I found myself thinking the generosity of Americans is very striking.  I wonder if the blessings they have received as a nation reflect this.

It is slightly odd that Addie, his wife and five of their seven children (all late teens / early 20's) live in Bucharest while Addie and Alin run the orphanage 600 km and 9 hours drive away.  But that seems to be the way God has organised it, and Emma and I assume He knows best.

We arrived in Bucharest near midnight having been delayed three hours at Gatwick as we left.  Hospitality began at once with Alin and two of his brothers waiting with three cars to greet us.  They drove us to the other side of the city where Alin's grandparents' live in a flat, which was a hangover, in our eyes, of communism being in one of thousands of Bucharest tower blocks, each like the worst of London's council blocks.  They contain tiny flats, three or four small rooms each, off really grotty communal stair-wells.  But what a welcome we received there, just as at the airport: a three course meal awaited, which the granny served while we sat and ate like kings.  The children were good at eating the strange food, but I did do a bit of finishing up where they got stuck with Romanian specialities.  The feast finished about 1am.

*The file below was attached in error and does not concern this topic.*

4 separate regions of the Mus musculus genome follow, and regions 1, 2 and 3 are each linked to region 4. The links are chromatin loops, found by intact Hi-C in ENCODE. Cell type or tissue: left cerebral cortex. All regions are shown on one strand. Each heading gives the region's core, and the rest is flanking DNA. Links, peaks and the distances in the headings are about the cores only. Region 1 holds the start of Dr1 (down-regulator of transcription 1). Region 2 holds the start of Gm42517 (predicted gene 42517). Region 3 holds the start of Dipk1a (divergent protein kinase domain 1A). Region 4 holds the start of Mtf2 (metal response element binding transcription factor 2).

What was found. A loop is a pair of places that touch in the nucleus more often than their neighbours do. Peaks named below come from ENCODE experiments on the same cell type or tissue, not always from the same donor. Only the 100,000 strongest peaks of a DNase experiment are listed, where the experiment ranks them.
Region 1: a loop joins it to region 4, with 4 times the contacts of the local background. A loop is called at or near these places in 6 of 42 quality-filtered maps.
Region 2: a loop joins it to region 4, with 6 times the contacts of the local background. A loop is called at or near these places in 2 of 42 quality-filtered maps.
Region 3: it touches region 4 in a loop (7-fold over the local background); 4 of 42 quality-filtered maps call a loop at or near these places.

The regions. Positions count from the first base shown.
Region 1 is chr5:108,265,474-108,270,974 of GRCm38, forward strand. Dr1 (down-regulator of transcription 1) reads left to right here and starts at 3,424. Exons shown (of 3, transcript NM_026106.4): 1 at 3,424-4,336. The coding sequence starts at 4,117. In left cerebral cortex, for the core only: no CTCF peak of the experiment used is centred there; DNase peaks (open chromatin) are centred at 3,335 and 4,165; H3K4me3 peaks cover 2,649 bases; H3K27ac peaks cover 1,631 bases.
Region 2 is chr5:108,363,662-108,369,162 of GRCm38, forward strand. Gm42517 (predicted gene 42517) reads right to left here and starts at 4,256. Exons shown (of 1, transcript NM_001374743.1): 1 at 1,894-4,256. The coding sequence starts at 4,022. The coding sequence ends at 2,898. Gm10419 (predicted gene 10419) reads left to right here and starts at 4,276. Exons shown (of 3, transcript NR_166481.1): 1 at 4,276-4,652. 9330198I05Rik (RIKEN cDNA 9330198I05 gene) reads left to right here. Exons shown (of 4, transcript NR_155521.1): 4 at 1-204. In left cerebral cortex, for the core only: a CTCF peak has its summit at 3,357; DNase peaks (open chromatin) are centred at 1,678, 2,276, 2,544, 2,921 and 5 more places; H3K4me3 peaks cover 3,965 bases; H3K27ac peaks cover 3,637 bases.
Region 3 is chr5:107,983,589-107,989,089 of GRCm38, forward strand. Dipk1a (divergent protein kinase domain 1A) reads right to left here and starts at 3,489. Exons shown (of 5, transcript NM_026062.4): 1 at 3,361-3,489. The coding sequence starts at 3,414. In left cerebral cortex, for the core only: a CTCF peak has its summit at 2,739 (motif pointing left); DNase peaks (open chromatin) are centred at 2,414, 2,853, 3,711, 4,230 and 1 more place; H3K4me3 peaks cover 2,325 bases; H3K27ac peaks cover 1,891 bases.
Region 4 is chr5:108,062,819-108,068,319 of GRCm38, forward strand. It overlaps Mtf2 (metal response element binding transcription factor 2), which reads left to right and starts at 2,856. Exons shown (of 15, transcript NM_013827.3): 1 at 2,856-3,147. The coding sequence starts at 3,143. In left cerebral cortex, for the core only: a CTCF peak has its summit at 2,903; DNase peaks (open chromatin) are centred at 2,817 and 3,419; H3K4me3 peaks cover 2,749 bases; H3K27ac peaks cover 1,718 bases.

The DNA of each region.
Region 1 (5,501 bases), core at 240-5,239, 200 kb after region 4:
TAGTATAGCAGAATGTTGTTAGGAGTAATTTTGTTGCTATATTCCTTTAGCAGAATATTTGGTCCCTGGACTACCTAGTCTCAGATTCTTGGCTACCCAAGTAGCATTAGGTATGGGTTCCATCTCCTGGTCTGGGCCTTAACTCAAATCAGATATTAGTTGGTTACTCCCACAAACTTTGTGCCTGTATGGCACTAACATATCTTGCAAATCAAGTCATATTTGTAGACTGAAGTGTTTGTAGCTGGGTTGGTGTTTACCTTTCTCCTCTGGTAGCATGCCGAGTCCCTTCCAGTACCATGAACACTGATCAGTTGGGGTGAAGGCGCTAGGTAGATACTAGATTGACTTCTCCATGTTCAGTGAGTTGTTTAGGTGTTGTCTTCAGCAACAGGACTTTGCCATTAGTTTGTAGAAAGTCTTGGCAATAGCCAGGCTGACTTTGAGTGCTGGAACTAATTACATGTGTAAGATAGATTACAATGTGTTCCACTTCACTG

We were woken at 5.45am for breakfast, during which there was a miscommunication between me and the granny, who spoke not a word of English.  I ended up with five fried eggs and we all waded through a multi-course breakfast, piled on top of our already full stomachs.

Issie and Polly then went off in one car with Alin, Cecil and Maria who was formerly at the orphanage but is now studying law in Bucharest and had been assigned to us as translator.  Emma, Josh, Rosie and I went with Addie in another car.  Outside, the weather was Siberian winter – very cold.  We drove for about 500km North across a vast plain with smog/haze/fog almost always obscuring the horizon on either side.  Only very occasionally could we see far off mountains.

I had thought we would be heading South West, but in fact we were going North East – over 1,000 km from where I had expected.  I had said to Emma we were off on an adventure and that was about right!  After the 500 km of plain, we were in mountains and a couple of hours later at our destination, the orphanage in Brosteni.